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Old 12-12-2012, 08:33 PM   #21
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Originally Posted by caltexflanc View Post
There is a reason the Navy, which loves to put paint or coatings on anything, kept the huge teak decks on their battleships natural.
Well... the Navy actually PAINTED the teak over during war time. Teak wasn't used for it's strength or beauty, it was for it's insulation properties. They never oiled it, and holy stoned it during peacetime to keep it nice looking.

To each his own on the subject of oiling. I chose to.
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Old 12-12-2012, 08:39 PM   #22
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What we were advised to do with regards to washing our teak deck by the people mentioned in my earlier post was to use salt water and Lemon Joy. Lemon Joy because it suds up nicely in cold water, and salt water because if there is a separated seam, which can sometimes be very hard to detect, salt water will be leaking down under the planks, not fresh water.

When the question is asked on the GB forum, "What if my boat is in fresh water?" the answer always given is "Make your own salt water. The wood's not gonna care where the salt comes from."
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Old 12-12-2012, 08:56 PM   #23
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The wood decks on battleships and such were primarily for insulation against heat as SomeSailor wrote. Some ships, certain cruisers in the example I read, could not be deployed to the South Pacific because their uncovered steel decks made it unbearably hot in the spaces under the decks.

Another factor was basic tradition. Naval ships were "supposed" to have wood decks so they put at least a vestige of them on the battleships. But insulation was the big driver.

The wood decks on carriers were for two reasons. One, a heavy armored steel fight deck that high on the ship would create stability issues. So using a light steel deck covered with wood provided the strength required without the weight.

The other reason, and this applied to the battleships as well, is that it was thought that repairs to a battle-damaged wood flight deck surface would be much easier and faster to make than repairs to a bent and twisted steel deck. So covering the flight deck with wood would "protect" the steel deck underneath, at least to a degree. Whether that theory proved true during the war is probably debatable.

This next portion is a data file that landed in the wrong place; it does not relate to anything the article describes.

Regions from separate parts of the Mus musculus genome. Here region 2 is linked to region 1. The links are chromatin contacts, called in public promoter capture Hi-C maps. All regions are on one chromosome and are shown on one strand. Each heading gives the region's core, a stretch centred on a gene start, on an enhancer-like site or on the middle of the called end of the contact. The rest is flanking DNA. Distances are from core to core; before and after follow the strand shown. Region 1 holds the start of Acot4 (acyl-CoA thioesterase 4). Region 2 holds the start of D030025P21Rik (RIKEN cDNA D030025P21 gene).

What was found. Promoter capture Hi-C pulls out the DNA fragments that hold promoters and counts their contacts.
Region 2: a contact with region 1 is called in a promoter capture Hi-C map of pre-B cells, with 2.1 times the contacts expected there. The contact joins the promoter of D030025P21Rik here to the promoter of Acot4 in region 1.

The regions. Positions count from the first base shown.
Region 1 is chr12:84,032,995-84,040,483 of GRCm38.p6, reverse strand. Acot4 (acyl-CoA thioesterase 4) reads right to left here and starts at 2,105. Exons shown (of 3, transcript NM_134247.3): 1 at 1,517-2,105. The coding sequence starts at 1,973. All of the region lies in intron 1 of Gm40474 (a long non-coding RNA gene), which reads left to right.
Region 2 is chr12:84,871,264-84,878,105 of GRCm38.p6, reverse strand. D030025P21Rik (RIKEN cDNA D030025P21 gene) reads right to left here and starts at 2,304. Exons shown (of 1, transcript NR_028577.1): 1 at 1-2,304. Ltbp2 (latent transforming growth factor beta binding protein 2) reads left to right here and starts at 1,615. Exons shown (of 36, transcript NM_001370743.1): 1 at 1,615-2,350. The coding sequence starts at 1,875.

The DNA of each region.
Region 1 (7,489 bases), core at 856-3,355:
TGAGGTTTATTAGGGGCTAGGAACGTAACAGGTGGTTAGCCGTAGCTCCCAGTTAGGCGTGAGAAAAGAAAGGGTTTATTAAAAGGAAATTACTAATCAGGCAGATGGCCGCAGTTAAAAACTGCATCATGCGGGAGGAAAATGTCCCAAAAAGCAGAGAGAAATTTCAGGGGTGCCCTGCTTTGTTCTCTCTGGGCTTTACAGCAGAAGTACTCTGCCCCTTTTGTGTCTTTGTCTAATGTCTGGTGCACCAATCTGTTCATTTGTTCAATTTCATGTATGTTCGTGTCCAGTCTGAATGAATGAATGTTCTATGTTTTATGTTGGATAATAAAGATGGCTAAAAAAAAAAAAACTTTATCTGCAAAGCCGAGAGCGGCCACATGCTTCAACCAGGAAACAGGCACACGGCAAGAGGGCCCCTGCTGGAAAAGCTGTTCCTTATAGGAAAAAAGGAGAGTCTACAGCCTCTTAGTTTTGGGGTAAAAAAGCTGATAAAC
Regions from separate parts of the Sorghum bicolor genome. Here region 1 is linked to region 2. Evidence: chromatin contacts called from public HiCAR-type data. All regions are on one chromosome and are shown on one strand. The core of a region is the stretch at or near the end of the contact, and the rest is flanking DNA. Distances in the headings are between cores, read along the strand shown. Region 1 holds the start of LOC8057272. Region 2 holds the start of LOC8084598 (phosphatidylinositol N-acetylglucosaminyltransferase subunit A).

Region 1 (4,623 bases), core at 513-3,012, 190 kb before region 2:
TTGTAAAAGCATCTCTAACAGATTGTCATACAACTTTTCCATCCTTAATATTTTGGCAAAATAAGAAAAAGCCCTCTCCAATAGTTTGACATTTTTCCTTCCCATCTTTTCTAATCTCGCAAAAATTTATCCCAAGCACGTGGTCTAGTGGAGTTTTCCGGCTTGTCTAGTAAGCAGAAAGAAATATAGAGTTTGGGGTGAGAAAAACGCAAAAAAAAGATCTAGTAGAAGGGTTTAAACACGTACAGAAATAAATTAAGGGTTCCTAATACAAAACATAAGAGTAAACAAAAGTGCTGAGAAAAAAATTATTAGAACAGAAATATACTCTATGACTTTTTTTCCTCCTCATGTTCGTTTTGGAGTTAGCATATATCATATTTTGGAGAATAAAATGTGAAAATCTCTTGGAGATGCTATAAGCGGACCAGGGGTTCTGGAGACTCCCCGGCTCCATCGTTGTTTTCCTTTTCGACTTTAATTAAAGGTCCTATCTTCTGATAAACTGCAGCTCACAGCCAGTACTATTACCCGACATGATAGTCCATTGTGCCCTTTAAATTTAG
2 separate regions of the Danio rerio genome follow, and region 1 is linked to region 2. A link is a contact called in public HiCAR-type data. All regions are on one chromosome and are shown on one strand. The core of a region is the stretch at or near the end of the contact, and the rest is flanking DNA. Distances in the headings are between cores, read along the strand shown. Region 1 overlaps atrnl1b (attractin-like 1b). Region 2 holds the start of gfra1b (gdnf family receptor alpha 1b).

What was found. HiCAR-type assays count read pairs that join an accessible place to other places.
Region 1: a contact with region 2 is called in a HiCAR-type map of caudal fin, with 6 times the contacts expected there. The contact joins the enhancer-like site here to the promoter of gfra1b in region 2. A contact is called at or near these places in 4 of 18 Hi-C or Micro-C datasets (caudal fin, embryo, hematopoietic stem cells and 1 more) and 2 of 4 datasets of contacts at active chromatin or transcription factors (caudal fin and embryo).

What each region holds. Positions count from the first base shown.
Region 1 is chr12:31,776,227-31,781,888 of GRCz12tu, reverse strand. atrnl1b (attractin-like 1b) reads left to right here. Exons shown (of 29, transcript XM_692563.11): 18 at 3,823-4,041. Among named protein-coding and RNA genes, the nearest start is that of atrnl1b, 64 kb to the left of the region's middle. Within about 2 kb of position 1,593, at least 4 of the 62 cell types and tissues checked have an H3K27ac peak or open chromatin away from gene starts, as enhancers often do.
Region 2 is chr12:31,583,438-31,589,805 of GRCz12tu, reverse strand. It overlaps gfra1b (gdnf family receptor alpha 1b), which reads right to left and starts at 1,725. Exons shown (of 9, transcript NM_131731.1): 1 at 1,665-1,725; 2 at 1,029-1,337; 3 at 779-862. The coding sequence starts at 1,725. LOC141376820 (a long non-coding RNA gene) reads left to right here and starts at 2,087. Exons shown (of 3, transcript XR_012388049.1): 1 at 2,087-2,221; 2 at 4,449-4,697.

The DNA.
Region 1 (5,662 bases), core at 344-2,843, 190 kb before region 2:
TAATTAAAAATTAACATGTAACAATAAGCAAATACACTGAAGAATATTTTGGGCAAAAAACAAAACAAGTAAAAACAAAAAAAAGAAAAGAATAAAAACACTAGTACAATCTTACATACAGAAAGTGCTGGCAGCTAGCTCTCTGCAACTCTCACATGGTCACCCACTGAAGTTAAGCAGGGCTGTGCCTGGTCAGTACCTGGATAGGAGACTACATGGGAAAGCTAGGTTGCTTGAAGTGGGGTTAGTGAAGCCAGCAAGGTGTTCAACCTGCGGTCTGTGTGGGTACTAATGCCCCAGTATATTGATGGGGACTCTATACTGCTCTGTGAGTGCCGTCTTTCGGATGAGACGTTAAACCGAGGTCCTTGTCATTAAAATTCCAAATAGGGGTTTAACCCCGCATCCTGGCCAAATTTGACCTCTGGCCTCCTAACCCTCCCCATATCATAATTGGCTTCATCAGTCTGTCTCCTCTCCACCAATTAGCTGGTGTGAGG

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Old 12-12-2012, 09:10 PM   #24
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I've spend many a day walking on the steel decks of aircraft carriers (23 years) and you're 100% correct. Repairing a wooden deck was easier than steel away from port, but armored decks soon became necessary.

To this day there is lots of wood aboard aircraft carriers. The Navy loves it's tradition.
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Old 12-12-2012, 09:16 PM   #25
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The USS Midway, launched shortly before the end of WWII and too big to transit the Panama Canal, has a steel deck. Was she the first US carrier to be so constructed?

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Old 12-12-2012, 09:30 PM   #26
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Well, I guess my old man, his brother and all of their buddies must have been hallucinating under the South Pacific sun. No match for the Internet those old fogies.

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Old 12-12-2012, 09:40 PM   #27
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Yep. Midway was a cool old gal.

Little known fact: She could transit the canal if needed. Everything up until the Nimitz Class ships were built with lay-down masts and fold-up decks and catwalks if she had to get through the canal.

It wasn't like flipping a switch, but they could be cut free and pulled up. The mast could also be laid down if transiting low bridges was necessary. The hinge points are welded solid, but still you can see it would be done if necessary.
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Old 12-12-2012, 09:50 PM   #28
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Originally Posted by caltexflanc View Post
Well, I guess my old man, his brother and all of their buddies must have been hallucinating under the South Pacific sun.
I've never seen them anything but natural myself, but I was told it was because the teak stood out against the sea. Hence the paint.

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